The fourth case, also linked to an existing case, is understood to be a student at Staines Memorial College in Redbank Plains.
That school will be shut for the next few days while cleaning is carried out, and the students and their families have been alerted to the case.
Queensland Chief Health Officer Dr Jeannette Young on Sunday said authorities now believe they have identified at least one link between the two clusters at the Queensland Youth Detention Centre at Wacol and the Queensland Corrective Services Academy.
The two outbreaks have been assumed to be one cluster, however contact tracers have been searching for the link between them.
“One of the cases who was a close contact of a worker at the Brisbane Youth Detention Centre is a friend of one of the partners of one of the workers at the academy,” Dr Young said.
“There are a lot of links between the people who work at the Brisbane Youth Detention Centre and the people who have been attending the academy, as you would expect.”
Dr Young said the cluster was “growing” but she believed it could still be contained if people adhered to social-distancing guidelines and wore masks in places where they were not able to socially distance.
She also said they believe that “on the balance of probabilities”, the now-joined clusters are linked to the earlier Logan cluster, sparked after three women went to Melbourne and returned to Queensland without declaring where they had been.
The new cases bring Queensland’s active cases to 28 out of a total of 1121 since the pandemic began.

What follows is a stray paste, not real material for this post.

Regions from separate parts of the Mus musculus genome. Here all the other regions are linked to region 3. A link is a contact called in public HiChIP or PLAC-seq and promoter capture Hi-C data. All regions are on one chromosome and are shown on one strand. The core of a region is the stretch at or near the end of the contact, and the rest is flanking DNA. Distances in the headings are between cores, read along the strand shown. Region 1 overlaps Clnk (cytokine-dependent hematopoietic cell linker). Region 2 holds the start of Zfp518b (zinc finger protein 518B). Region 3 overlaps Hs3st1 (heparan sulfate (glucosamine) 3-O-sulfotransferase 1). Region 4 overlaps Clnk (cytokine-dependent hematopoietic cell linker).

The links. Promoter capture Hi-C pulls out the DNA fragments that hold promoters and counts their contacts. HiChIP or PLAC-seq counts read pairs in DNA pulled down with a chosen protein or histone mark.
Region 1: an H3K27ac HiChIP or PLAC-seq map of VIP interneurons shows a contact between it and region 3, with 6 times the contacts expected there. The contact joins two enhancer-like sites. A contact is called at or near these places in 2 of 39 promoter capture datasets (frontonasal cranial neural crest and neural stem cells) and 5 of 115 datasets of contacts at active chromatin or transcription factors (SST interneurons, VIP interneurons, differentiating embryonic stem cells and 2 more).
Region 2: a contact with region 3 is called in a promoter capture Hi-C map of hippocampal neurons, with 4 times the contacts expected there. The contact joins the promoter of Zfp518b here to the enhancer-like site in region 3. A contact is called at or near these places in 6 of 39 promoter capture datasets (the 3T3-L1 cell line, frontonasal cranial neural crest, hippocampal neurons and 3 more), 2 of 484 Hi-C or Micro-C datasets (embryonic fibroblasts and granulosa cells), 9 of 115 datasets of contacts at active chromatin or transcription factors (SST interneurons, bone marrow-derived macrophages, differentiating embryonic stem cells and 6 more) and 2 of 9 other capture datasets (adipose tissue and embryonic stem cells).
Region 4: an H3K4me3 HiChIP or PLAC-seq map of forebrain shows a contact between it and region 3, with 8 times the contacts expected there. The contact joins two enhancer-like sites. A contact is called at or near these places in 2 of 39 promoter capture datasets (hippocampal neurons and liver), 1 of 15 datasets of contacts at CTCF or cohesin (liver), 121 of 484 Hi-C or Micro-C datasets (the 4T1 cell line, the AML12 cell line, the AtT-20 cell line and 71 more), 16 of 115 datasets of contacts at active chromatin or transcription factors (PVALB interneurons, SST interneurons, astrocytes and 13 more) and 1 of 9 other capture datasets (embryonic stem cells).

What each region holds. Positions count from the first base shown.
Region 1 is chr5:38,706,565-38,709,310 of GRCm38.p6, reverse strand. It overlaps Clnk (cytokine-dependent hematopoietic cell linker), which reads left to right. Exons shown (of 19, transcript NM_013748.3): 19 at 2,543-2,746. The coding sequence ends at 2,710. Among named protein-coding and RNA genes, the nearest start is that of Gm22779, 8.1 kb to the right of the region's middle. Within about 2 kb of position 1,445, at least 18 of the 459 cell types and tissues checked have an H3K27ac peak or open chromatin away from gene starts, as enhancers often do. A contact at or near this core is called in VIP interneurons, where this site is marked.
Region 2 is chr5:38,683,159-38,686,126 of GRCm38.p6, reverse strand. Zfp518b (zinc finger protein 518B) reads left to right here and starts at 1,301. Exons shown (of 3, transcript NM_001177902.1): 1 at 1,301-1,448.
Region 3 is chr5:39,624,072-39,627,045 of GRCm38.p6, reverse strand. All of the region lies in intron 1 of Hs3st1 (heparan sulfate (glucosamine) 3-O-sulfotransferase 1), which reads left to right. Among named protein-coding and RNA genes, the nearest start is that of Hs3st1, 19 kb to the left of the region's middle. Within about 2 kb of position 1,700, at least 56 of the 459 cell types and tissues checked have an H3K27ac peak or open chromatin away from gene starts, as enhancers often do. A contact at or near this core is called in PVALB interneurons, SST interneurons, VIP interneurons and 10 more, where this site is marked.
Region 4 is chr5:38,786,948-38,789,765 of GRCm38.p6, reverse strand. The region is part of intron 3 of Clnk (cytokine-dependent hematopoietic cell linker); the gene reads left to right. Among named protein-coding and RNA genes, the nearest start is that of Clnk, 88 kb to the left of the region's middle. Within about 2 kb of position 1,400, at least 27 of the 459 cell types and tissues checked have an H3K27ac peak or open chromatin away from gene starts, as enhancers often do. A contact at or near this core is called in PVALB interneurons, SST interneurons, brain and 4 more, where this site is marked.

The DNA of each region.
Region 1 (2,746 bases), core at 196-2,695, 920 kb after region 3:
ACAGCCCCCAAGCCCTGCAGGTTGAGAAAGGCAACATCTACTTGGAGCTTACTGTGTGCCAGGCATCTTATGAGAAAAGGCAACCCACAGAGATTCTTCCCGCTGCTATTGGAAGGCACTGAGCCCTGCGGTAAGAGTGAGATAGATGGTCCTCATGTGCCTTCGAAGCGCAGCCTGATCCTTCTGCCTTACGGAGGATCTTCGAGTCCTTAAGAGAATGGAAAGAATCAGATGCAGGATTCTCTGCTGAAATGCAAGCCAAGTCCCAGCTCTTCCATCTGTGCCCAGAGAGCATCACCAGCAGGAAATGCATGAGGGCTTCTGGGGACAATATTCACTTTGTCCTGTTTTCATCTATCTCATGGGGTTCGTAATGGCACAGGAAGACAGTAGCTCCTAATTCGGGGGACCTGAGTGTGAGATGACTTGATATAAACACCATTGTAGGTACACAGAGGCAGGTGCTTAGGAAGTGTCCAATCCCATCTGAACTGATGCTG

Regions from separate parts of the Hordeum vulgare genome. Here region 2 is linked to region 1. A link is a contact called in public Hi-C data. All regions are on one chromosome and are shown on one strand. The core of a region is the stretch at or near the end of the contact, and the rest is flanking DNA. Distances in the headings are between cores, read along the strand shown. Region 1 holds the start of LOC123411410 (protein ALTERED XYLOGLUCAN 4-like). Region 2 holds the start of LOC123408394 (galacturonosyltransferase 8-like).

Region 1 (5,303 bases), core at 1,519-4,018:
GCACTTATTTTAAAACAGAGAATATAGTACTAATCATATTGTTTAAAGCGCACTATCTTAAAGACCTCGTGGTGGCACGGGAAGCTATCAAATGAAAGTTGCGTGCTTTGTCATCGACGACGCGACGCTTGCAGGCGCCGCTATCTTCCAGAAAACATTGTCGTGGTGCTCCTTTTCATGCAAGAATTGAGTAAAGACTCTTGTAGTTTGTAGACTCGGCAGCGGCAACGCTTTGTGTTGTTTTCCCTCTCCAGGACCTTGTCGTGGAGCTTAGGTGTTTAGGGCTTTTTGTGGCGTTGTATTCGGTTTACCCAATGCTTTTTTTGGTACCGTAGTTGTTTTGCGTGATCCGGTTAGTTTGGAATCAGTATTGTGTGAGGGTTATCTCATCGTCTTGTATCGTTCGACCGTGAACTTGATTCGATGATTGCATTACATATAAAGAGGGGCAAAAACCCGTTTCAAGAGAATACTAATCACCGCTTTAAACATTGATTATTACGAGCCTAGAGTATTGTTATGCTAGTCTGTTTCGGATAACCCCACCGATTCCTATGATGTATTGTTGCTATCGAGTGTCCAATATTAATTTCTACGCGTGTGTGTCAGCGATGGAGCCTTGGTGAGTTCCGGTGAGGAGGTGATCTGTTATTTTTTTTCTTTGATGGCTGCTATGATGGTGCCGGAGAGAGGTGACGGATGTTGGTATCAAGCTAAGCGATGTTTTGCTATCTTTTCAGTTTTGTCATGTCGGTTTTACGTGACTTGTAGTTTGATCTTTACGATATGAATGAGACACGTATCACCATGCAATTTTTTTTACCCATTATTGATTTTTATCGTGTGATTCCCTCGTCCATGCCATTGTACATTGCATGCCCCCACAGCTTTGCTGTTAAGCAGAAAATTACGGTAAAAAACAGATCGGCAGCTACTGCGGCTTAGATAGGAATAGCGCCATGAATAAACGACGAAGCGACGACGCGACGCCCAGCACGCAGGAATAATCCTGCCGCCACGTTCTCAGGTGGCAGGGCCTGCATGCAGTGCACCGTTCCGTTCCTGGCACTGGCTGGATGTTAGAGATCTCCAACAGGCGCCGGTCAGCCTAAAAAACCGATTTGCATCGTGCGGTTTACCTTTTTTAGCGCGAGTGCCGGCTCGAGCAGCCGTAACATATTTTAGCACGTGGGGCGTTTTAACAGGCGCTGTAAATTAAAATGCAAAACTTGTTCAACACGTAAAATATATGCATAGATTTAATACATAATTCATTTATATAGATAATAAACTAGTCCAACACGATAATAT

It comes as the Queensland government launches a mental-health wellbeing push for people struggling under pandemic restrictions and the general anxiety of a global pandemic.
The first phase of the “Dear Mind” campaign was launched in January just before the start of the pandemic, and Premier Annastacia Palaszczuk said it would now be extended for those in need during stressful times.
“This pandemic is taking a toll on everyone, and everyone will be impacted in some way, whether that’s not seeing friends and family as much as they used to or, with restrictions in place, not being able to go and see loved one in aged-care facilities,” Ms Palaszczuk said.
“We have had a lot of change in our community, so it is absolutely crucial that we talk to our loved ones, our friends and our family, and just ask them are they going OK.”
A total of 10,558 tests were carried out in Queensland in the 24 hours to Sunday morning, as people with symptoms were urged to get checked, especially in south-east Queensland.
The state is preparing to extend private and public gathering restrictions from Monday to help contain the spread of the virus.
After a confirmed case travelled to Toowoomba, from 8am on Monday, gatherings will be limited to 10 people in private homes and public areas in the Western Downs, South Burnett, Cherbourg, Toowoomba, Goondiwindi, and the Southern Downs council areas.
Those restrictions already apply in the Greater Brisbane, Ipswich and Gold Coast areas, but do not apply to public venues that already have a COVIDSafe plan in place.
Stuart Layt covers health, science and technology for the Brisbane Times. He was formerly the Queensland political reporter for AAP.